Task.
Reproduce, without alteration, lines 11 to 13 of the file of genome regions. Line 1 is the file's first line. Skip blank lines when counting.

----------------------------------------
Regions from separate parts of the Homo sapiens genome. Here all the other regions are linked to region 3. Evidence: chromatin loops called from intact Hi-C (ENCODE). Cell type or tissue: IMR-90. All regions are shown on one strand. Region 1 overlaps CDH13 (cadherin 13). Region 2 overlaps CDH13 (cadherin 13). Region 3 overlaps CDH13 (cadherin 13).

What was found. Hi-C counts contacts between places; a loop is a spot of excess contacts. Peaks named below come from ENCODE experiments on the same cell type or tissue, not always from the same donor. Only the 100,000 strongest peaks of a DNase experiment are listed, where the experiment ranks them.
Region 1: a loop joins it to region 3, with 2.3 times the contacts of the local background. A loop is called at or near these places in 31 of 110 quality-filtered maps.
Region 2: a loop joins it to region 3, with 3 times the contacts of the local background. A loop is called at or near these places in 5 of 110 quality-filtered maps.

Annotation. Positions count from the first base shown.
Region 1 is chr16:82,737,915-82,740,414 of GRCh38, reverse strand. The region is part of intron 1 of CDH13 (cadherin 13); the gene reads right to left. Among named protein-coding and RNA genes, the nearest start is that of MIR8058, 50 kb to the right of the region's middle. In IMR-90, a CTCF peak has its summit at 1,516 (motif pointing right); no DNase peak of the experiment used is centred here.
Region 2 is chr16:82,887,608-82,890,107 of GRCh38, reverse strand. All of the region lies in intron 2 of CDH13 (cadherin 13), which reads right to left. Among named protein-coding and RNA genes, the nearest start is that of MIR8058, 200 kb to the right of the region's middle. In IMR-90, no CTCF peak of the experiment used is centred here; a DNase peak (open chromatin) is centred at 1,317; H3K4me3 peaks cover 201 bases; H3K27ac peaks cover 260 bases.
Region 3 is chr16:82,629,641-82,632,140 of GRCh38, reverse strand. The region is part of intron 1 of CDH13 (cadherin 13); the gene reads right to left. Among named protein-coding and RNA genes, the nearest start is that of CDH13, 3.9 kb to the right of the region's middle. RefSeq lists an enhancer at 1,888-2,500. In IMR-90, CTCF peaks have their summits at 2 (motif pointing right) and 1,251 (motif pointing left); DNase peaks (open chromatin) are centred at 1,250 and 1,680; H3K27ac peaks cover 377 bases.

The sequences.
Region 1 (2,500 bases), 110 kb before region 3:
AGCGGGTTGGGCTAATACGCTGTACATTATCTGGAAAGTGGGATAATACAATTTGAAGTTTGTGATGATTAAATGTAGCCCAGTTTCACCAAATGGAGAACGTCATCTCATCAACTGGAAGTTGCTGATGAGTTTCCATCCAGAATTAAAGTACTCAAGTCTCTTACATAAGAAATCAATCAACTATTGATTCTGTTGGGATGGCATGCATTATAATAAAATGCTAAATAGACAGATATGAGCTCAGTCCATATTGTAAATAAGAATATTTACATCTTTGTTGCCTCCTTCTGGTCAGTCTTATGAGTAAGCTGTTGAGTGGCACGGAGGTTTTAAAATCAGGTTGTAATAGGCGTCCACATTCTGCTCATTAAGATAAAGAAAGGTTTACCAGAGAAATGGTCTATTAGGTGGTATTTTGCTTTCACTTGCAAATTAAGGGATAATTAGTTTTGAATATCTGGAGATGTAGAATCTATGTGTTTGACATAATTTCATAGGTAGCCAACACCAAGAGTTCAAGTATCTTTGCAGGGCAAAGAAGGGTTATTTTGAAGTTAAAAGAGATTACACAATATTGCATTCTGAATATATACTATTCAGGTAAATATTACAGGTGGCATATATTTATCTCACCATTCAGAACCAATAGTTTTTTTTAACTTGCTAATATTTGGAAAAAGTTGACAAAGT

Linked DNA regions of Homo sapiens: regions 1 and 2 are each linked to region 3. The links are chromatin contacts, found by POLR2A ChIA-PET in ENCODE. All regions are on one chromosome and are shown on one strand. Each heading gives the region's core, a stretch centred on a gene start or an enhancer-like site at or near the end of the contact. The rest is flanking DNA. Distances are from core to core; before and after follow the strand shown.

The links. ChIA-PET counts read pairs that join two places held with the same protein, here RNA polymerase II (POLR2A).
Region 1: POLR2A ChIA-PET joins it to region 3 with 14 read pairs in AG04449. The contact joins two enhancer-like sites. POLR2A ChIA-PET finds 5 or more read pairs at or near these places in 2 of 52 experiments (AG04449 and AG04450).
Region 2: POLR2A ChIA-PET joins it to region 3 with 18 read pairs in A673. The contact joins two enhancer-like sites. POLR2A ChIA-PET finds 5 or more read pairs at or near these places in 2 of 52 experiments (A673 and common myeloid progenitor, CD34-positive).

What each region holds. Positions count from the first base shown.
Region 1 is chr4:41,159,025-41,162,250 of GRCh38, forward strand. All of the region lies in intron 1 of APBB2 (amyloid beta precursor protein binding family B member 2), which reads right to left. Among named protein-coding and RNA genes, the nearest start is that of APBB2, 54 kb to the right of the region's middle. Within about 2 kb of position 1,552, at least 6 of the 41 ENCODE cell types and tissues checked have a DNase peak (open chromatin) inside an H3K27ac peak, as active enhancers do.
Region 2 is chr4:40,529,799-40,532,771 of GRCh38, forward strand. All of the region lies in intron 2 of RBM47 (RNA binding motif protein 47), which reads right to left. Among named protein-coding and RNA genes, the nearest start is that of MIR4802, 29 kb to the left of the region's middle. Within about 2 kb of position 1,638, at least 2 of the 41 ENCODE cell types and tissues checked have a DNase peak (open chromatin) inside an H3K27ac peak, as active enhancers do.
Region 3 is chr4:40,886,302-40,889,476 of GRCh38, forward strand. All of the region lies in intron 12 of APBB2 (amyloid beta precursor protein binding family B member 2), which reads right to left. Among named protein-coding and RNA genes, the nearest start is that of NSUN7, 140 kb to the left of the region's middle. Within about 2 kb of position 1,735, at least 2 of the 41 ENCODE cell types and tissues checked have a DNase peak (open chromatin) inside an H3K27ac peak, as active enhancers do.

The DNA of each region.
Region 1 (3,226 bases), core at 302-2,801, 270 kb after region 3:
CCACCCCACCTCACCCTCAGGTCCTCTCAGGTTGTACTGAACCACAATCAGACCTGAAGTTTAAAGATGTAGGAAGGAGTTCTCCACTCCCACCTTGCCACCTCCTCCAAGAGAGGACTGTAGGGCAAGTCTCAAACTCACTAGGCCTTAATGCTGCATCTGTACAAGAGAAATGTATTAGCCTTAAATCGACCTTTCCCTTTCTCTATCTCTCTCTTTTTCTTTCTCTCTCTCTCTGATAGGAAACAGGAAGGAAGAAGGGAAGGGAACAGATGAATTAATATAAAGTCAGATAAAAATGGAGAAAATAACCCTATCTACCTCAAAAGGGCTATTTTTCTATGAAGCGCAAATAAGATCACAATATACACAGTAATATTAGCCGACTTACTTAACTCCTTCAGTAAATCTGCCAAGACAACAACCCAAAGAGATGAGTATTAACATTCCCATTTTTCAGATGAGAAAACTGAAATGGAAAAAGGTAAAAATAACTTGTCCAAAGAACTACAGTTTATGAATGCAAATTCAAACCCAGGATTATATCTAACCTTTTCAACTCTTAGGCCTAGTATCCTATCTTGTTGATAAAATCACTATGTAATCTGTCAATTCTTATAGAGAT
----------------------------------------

AGCGGGTTGGGCTAATACGCTGTACATTATCTGGAAAGTGGGATAATACAATTTGAAGTTTGTGATGATTAAATGTAGCCCAGTTTCACCAAATGGAGAACGTCATCTCATCAACTGGAAGTTGCTGATGAGTTTCCATCCAGAATTAAAGTACTCAAGTCTCTTACATAAGAAATCAATCAACTATTGATTCTGTTGGGATGGCATGCATTATAATAAAATGCTAAATAGACAGATATGAGCTCAGTCCATATTGTAAATAAGAATATTTACATCTTTGTTGCCTCCTTCTGGTCAGTCTTATGAGTAAGCTGTTGAGTGGCACGGAGGTTTTAAAATCAGGTTGTAATAGGCGTCCACATTCTGCTCATTAAGATAAAGAAAGGTTTACCAGAGAAATGGTCTATTAGGTGGTATTTTGCTTTCACTTGCAAATTAAGGGATAATTAGTTTTGAATATCTGGAGATGTAGAATCTATGTGTTTGACATAATTTCATAGGTAGCCAACACCAAGAGTTCAAGTATCTTTGCAGGGCAAAGAAGGGTTATTTTGAAGTTAAAAGAGATTACACAATATTGCATTCTGAATATATACTATTCAGGTAAATATTACAGGTGGCATATATTTATCTCACCATTCAGAACCAATAGTTTTTTTTAACTTGCTAATATTTGGAAAAAGTTGACAAAGT

Linked DNA regions of Homo sapiens: regions 1 and 2 are each linked to region 3. The links are chromatin contacts, found by POLR2A ChIA-PET in ENCODE. All regions are on one chromosome and are shown on one strand. Each heading gives the region's core, a stretch centred on a gene start or an enhancer-like site at or near the end of the contact. The rest is flanking DNA. Distances are from core to core; before and after follow the strand shown.

The links. ChIA-PET counts read pairs that join two places held with the same protein, here RNA polymerase II (POLR2A).